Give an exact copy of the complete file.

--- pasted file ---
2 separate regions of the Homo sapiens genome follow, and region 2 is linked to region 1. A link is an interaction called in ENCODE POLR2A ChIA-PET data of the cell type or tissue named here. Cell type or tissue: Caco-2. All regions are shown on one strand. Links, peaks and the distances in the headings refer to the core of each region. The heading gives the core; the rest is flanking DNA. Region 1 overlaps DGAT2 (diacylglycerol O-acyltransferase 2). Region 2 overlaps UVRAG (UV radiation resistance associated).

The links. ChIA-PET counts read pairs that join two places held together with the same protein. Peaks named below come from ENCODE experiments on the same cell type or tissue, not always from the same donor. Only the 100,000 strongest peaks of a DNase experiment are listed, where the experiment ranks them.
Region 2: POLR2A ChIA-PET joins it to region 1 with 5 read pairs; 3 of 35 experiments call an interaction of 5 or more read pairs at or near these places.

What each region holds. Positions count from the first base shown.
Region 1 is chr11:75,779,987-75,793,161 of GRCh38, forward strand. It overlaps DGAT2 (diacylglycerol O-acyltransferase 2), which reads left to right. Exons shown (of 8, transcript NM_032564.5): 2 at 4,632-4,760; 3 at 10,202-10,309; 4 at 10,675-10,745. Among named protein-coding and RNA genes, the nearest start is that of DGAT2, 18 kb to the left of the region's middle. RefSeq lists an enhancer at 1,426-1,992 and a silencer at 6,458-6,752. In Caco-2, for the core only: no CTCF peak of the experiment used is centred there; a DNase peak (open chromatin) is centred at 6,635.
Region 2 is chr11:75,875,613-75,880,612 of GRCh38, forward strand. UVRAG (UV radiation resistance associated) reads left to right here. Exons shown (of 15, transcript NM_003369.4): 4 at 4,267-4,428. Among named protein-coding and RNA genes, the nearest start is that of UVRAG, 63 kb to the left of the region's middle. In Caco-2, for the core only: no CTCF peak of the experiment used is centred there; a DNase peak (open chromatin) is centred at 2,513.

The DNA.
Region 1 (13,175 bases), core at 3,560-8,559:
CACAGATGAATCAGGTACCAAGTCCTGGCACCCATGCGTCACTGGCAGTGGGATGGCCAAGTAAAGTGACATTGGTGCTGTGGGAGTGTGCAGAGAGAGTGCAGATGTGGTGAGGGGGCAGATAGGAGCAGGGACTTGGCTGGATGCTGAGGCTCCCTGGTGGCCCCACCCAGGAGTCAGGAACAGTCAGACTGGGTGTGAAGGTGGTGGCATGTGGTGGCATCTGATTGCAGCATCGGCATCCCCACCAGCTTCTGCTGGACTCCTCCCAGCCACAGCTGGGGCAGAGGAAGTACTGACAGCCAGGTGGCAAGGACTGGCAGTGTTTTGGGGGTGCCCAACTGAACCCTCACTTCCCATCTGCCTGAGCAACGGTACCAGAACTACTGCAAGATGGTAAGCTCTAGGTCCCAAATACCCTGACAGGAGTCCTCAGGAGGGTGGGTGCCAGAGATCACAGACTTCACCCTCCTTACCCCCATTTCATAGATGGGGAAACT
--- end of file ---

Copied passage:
2 separate regions of the Homo sapiens genome follow, and region 2 is linked to region 1. A link is an interaction called in ENCODE POLR2A ChIA-PET data of the cell type or tissue named here. Cell type or tissue: Caco-2. All regions are shown on one strand. Links, peaks and the distances in the headings refer to the core of each region. The heading gives the core; the rest is flanking DNA. Region 1 overlaps DGAT2 (diacylglycerol O-acyltransferase 2). Region 2 overlaps UVRAG (UV radiation resistance associated).

The links. ChIA-PET counts read pairs that join two places held together with the same protein. Peaks named below come from ENCODE experiments on the same cell type or tissue, not always from the same donor. Only the 100,000 strongest peaks of a DNase experiment are listed, where the experiment ranks them.
Region 2: POLR2A ChIA-PET joins it to region 1 with 5 read pairs; 3 of 35 experiments call an interaction of 5 or more read pairs at or near these places.

What each region holds. Positions count from the first base shown.
Region 1 is chr11:75,779,987-75,793,161 of GRCh38, forward strand. It overlaps DGAT2 (diacylglycerol O-acyltransferase 2), which reads left to right. Exons shown (of 8, transcript NM_032564.5): 2 at 4,632-4,760; 3 at 10,202-10,309; 4 at 10,675-10,745. Among named protein-coding and RNA genes, the nearest start is that of DGAT2, 18 kb to the left of the region's middle. RefSeq lists an enhancer at 1,426-1,992 and a silencer at 6,458-6,752. In Caco-2, for the core only: no CTCF peak of the experiment used is centred there; a DNase peak (open chromatin) is centred at 6,635.
Region 2 is chr11:75,875,613-75,880,612 of GRCh38, forward strand. UVRAG (UV radiation resistance associated) reads left to right here. Exons shown (of 15, transcript NM_003369.4): 4 at 4,267-4,428. Among named protein-coding and RNA genes, the nearest start is that of UVRAG, 63 kb to the left of the region's middle. In Caco-2, for the core only: no CTCF peak of the experiment used is centred there; a DNase peak (open chromatin) is centred at 2,513.

The DNA.
Region 1 (13,175 bases), core at 3,560-8,559:
CACAGATGAATCAGGTACCAAGTCCTGGCACCCATGCGTCACTGGCAGTGGGATGGCCAAGTAAAGTGACATTGGTGCTGTGGGAGTGTGCAGAGAGAGTGCAGATGTGGTGAGGGGGCAGATAGGAGCAGGGACTTGGCTGGATGCTGAGGCTCCCTGGTGGCCCCACCCAGGAGTCAGGAACAGTCAGACTGGGTGTGAAGGTGGTGGCATGTGGTGGCATCTGATTGCAGCATCGGCATCCCCACCAGCTTCTGCTGGACTCCTCCCAGCCACAGCTGGGGCAGAGGAAGTACTGACAGCCAGGTGGCAAGGACTGGCAGTGTTTTGGGGGTGCCCAACTGAACCCTCACTTCCCATCTGCCTGAGCAACGGTACCAGAACTACTGCAAGATGGTAAGCTCTAGGTCCCAAATACCCTGACAGGAGTCCTCAGGAGGGTGGGTGCCAGAGATCACAGACTTCACCCTCCTTACCCCCATTTCATAGATGGGGAAACT